This week, our artist of the week is Bristol – based Georgie Killingbeck.
The Scilly Isles are a very special place to Georgie, therefore many of her paintings are based around these beautiful islands.
” What inspires you to paint? “
Painting for me stems back to my excellent school teacher and freedom at A level to experiment in all sorts of different techniques. I feel that the geographer in me is a good mix, as my love to travel sparks many ideas for developing varied landscapes and seascapes. I love capturing moments and expressing these on to canvas, paper or wood.
“Both your works Perpitch Bay, Isles of Scilly and Blue Bell Woods, West Devon are painted in acrylic. What is it about this medium that you enjoy?”
I enjoy the flexibility of acrylic paint. I can create such vibrant colours to document my scenes. Acrylic also works really well on all sorts of different backgrounds, from canvas to wood. The texture can be easily layered and as its quick drying, it makes it very versatile. Layers of different colours can be added to create depth to my compositions.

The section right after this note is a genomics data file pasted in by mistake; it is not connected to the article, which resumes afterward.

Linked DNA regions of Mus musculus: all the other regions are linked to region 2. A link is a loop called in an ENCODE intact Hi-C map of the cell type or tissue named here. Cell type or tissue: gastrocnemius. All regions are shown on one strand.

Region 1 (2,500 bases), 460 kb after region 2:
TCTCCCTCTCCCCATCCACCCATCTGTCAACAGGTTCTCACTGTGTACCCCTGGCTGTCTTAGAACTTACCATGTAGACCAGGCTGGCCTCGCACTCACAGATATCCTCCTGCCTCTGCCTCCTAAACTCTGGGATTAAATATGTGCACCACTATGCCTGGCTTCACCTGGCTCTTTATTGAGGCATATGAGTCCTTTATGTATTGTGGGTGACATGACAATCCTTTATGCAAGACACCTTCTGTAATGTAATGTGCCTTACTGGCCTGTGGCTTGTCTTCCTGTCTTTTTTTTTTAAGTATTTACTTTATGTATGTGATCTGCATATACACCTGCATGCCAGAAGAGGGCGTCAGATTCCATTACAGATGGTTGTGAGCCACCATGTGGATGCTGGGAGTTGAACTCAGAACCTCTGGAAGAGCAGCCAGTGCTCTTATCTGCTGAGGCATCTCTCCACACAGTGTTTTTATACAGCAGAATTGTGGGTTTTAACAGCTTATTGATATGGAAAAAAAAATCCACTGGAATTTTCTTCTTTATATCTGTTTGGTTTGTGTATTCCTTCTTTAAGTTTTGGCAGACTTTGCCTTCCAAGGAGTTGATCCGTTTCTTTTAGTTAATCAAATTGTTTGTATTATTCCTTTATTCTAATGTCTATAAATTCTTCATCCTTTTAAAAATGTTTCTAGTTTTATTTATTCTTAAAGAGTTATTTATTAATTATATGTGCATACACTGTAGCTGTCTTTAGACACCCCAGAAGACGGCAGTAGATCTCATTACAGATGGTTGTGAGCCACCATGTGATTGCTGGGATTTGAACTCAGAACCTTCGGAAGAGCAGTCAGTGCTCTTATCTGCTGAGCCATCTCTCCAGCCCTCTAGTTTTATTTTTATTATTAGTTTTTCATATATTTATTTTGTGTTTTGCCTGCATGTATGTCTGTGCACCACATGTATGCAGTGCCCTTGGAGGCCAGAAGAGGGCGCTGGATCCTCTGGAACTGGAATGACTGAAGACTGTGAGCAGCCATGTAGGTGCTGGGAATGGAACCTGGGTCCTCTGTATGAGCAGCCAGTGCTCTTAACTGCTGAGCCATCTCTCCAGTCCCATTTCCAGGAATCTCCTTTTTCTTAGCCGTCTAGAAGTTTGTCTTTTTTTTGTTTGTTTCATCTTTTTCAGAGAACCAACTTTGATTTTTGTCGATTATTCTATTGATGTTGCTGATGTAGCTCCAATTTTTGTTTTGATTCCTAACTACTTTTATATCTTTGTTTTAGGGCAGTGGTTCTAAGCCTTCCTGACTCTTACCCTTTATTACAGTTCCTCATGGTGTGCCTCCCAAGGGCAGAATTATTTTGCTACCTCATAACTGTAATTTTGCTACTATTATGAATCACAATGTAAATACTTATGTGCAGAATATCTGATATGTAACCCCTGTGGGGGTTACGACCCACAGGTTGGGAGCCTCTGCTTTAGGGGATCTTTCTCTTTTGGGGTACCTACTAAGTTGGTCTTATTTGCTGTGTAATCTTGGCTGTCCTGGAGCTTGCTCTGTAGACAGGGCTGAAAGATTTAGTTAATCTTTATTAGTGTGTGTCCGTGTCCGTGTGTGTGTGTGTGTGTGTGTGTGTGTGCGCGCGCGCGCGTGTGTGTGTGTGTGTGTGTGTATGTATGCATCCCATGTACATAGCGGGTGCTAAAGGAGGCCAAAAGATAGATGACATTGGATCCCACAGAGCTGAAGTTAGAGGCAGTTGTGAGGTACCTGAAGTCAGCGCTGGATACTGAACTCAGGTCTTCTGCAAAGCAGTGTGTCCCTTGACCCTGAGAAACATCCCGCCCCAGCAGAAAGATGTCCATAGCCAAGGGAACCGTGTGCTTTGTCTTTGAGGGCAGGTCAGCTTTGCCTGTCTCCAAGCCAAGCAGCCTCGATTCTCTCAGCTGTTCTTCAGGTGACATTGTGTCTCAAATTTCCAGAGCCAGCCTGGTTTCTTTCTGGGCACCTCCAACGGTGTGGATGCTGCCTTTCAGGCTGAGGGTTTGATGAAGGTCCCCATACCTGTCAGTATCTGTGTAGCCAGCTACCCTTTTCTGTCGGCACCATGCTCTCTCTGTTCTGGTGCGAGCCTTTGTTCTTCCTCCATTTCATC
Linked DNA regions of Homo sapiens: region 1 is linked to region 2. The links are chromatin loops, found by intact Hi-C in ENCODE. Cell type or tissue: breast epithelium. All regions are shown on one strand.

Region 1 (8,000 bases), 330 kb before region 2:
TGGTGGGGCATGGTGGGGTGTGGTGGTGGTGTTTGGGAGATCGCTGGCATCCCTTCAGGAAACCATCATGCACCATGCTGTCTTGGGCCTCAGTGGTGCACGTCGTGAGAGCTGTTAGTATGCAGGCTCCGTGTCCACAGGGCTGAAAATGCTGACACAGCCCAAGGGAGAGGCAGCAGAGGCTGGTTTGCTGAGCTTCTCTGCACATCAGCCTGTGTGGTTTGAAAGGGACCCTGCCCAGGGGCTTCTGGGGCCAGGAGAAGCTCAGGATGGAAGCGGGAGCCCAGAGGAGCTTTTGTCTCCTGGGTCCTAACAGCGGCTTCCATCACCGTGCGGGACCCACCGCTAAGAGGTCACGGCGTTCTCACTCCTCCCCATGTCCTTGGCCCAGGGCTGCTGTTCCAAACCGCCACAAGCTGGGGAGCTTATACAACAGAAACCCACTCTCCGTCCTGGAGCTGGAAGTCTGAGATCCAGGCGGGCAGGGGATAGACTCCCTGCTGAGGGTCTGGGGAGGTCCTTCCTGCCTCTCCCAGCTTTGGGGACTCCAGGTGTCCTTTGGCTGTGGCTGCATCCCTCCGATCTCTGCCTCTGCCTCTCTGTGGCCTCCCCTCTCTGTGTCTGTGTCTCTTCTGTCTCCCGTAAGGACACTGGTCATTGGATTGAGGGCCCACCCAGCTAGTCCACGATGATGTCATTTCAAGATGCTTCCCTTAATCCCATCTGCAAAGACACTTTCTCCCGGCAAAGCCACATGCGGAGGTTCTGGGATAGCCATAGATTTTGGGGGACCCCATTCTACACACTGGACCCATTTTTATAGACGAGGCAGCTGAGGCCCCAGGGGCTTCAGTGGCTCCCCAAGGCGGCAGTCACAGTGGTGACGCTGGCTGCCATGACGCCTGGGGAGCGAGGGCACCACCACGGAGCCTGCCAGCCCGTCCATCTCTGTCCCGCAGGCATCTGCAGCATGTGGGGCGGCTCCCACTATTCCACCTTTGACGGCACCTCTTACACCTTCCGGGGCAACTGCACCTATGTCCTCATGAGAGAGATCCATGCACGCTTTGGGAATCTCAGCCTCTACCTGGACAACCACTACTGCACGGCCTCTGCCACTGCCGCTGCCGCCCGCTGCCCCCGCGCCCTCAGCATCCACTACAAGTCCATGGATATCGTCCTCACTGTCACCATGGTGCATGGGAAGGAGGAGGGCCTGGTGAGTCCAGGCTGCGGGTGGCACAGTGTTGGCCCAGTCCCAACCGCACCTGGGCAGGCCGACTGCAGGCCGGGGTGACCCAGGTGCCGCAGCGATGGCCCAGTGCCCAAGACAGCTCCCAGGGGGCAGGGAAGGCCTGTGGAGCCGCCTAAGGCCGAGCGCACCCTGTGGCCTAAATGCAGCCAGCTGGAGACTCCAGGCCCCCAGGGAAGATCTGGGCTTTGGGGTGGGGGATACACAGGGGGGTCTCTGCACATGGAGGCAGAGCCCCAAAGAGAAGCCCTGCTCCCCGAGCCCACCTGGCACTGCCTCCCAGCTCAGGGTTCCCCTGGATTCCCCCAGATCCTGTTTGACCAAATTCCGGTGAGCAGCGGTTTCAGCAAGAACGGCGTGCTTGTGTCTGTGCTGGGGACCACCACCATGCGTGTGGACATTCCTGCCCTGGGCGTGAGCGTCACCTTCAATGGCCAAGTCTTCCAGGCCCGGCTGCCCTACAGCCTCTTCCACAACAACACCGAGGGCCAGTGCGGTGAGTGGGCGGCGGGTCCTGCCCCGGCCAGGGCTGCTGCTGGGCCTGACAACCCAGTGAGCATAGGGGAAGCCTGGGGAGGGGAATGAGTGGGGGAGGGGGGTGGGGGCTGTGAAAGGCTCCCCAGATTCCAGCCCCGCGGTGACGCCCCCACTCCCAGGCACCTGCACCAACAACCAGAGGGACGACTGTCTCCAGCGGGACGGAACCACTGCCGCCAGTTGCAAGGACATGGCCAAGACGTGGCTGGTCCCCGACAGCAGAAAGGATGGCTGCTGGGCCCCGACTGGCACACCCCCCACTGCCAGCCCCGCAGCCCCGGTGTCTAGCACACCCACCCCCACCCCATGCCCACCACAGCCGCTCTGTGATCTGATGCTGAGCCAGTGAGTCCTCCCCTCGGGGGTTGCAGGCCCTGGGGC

“Can you explain more about your process of creation, do you generally work within a studio setting or do you prefer to work outdoors directly from the subject?”
I would love to work more outside directly from the subject, but I often take photographs and absorb memories before bringing them back to the studio to develop. I work well in a calm setting and when using acrylics or oils, I find this is the best option, so I can make full use of colours and equipment. When I work with watercolour, these tend to be plein air, purely due to the fact they are very portable! There’s always a set in my rucksack when I’m travelling abroad and exploring parts of the world. Mongolia and Colombia being the highlights so far but nothing compares to my local area of Devon and Cornwall (particularly the Isles of Scilly)